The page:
Tree Removal / Care
While the perceived risk of death by falling trees (a part of the “tree risk” complex) is influenced by media and often hyped (the objective risk has been reported to be close to 1 : 10.000.000, almost as low as death by lightning), singular events have encouraged a “proactive” stance so that even lightly damaged trees are likely to be removed in urban and public traffic surroundings. As a tree ages and nears the end of its safe useful life expectancy (SULE), it’s perceived amenity value is decreased greatly. A risk assessment normally carried out by local council’s arborist to determine the best course of action. As with all public green spaces, trees in green urban spaces and their careful conservation is sometimes in conflict with aggressive urban development even though it is often understood how urban trees contribute to liveability of suburbs and cities both objectively (reduction of urban heat island effect, etc.) and subjectively. Tree planting programs implemented by a growing number of cities, local councils and organizations is mitigating the losses and in most cases increasing the number of trees in suburbia. Programs include the planting of 2 trees for every 1 tree removed, while some councils are paying land owners to keep trees instead of removing them for farming or construction.
Tree care is the application of arboricultural methods like pruning, trimming, and felling/thinning in built environments. Road verge, greenways, backyard and park woody vegetation are at the center of attention for the tree care industry. Landscape architecture and urban forestry also set high demands on professional tree care. High safety standards against the dangers of tree care have helped the industry evolve. Especially felling in space-limited environments poses significant risks: the vicinity of power or telephone lines, insufficient protective gear (against falling dead wood, chainsaw wounds, etc.) and narrow felling zones with endangered nearby buildings, parking cars, etc.. The required equipment and experience usually transcends private means and is often considered too costly as a permanent part of the public infrastructure. In singular cases, traditional tools like handsaws may suffice, but large-scale tree care usually calls for heavy machinery like cranes, bucket trucks,harvesters, and woodchippers.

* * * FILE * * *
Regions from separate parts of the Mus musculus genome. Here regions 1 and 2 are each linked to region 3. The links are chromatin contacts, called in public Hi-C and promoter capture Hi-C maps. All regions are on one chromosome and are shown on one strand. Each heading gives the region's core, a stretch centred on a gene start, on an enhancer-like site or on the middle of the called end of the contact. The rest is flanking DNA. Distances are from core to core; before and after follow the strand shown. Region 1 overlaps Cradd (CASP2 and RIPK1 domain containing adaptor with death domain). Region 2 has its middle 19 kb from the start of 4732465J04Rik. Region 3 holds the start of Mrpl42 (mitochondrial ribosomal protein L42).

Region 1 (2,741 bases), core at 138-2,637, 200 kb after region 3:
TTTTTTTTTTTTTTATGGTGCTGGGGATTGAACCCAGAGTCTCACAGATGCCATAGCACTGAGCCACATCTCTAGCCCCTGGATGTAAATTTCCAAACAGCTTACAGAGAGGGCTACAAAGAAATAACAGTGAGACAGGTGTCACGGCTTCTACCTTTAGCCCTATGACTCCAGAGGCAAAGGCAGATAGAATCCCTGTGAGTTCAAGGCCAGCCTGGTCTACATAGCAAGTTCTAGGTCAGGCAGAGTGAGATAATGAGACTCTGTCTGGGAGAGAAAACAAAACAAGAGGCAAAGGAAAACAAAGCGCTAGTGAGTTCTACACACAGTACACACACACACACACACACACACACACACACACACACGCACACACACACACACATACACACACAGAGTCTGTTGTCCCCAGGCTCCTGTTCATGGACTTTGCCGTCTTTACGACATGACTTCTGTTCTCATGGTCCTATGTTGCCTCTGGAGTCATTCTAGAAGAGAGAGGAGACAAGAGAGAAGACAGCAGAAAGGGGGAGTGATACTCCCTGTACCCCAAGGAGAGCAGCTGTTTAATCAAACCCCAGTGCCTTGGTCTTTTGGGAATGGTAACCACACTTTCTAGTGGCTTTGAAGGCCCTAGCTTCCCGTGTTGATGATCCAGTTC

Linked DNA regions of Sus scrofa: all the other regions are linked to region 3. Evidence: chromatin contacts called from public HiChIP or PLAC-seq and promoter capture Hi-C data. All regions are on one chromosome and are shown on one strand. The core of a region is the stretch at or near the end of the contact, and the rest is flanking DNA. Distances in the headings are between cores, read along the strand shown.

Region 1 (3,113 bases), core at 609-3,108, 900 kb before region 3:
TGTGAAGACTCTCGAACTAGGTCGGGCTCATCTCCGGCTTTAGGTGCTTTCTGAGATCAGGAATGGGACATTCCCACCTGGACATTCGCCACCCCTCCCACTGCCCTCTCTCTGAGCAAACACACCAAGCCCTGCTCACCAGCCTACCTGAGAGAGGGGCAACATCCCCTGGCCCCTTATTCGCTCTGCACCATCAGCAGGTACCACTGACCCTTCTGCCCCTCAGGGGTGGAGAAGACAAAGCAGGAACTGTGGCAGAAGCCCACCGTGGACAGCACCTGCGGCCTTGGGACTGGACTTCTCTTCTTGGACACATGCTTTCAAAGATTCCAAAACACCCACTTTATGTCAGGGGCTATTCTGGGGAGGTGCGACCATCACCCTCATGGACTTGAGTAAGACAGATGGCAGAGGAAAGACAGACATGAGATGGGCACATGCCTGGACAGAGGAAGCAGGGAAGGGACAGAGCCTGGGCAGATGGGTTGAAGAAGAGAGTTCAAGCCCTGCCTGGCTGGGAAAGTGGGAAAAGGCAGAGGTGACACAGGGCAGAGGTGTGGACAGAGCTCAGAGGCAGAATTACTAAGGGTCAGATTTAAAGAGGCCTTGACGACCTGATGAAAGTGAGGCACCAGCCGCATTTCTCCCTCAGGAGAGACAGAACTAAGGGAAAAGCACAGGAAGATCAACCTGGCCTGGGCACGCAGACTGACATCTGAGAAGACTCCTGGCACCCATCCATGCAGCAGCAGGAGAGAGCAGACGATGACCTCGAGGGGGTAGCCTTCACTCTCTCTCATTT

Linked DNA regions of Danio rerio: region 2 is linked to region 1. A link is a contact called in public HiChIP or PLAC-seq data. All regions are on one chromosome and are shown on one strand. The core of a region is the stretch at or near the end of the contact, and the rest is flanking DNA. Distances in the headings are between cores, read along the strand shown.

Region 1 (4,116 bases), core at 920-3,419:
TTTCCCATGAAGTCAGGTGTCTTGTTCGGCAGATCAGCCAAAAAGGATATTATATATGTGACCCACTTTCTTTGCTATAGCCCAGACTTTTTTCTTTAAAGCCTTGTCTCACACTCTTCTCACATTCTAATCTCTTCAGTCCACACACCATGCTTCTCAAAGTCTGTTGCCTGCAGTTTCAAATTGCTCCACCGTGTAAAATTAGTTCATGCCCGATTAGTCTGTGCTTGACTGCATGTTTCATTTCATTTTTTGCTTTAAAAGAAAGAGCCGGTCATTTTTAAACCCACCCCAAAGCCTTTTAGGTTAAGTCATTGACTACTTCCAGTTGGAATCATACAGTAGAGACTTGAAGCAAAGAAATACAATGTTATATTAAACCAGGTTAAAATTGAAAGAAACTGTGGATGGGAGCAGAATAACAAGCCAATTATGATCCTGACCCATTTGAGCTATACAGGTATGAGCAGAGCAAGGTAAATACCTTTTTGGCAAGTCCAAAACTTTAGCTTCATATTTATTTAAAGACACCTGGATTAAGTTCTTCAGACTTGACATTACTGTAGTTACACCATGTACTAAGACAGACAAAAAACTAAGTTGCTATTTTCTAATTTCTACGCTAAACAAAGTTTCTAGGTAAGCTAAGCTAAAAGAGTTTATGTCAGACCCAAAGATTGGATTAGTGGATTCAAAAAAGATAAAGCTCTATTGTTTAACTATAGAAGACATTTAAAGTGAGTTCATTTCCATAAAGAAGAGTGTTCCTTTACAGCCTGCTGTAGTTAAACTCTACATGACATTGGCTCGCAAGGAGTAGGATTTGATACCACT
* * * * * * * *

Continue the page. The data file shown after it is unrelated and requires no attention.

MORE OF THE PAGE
Road side trees are especially prone to biotic stress by exhaust fumes, toxic road debris, soil compaction, and drought which makes them susceptible to fungal infections and various plant pests. When tree removal is not an option, because of road ecologyconsiderations, the main challenge is to achieve road safety (visibility of road signs, blockage-free lanes, etc.) while maintaining tree health.
Johnstown is a city and the county seat of Fulton County in the U.S. state of New York. As of the 2010 Census, the city had population of 8,743. The city was named after its founder, Sir William Johnson.
The city of Johnstown is mostly surrounded by the town of Johnstown, of which it was once a part when it was a village. Also adjacent to the city is the city of Gloversville. The two cities are together known as the “Glove Cities”. They are known for their history of specialty manufacturing. Johnstown is located approximately 45 miles (72 km) west of Albany, about one-third of the way between Albany and the Finger Lakes region to the west.
Johnstown, originally “John’s Town”, was founded in 1762 by Sir William Johnson, a Baronet who named it after his son John Johnson. William Johnson came to the British colony of New York from Ireland in 1732. He was a trader who learned American Indian languages and culture, forming close relationships with many Native American leaders. He was appointed as the Superintendent of Indian Affairs, as well as a major general in the British forces during the French and Indian War (Seven Years’ War). His alliances with the Iroquois were significant to the war.
As a reward for his services, Johnson received large tracts of land in what are now Hamilton and Fulton counties. He established Johnstown and became one of New York’s most prosperous and influential citizens. He was the largest landowner in the Mohawk Valley, with an estate of more than 400,000 acres (1,600 km2) before his death. Having begun as an Indian trader, he expanded his business interests to include a sawmill and lumber business, and a flour mill that served the area. Johnson, the largest slaveholder in the county and perhaps in the state of New York, had some 60 enslaved Africans working these businesses. He also recruited many Scots-Irish tenant farmers to work his lands. Observing Johnson’s successful business endeavors, the local Native American inhabitants dubbed him Warragghivagey, or “he who does much business.”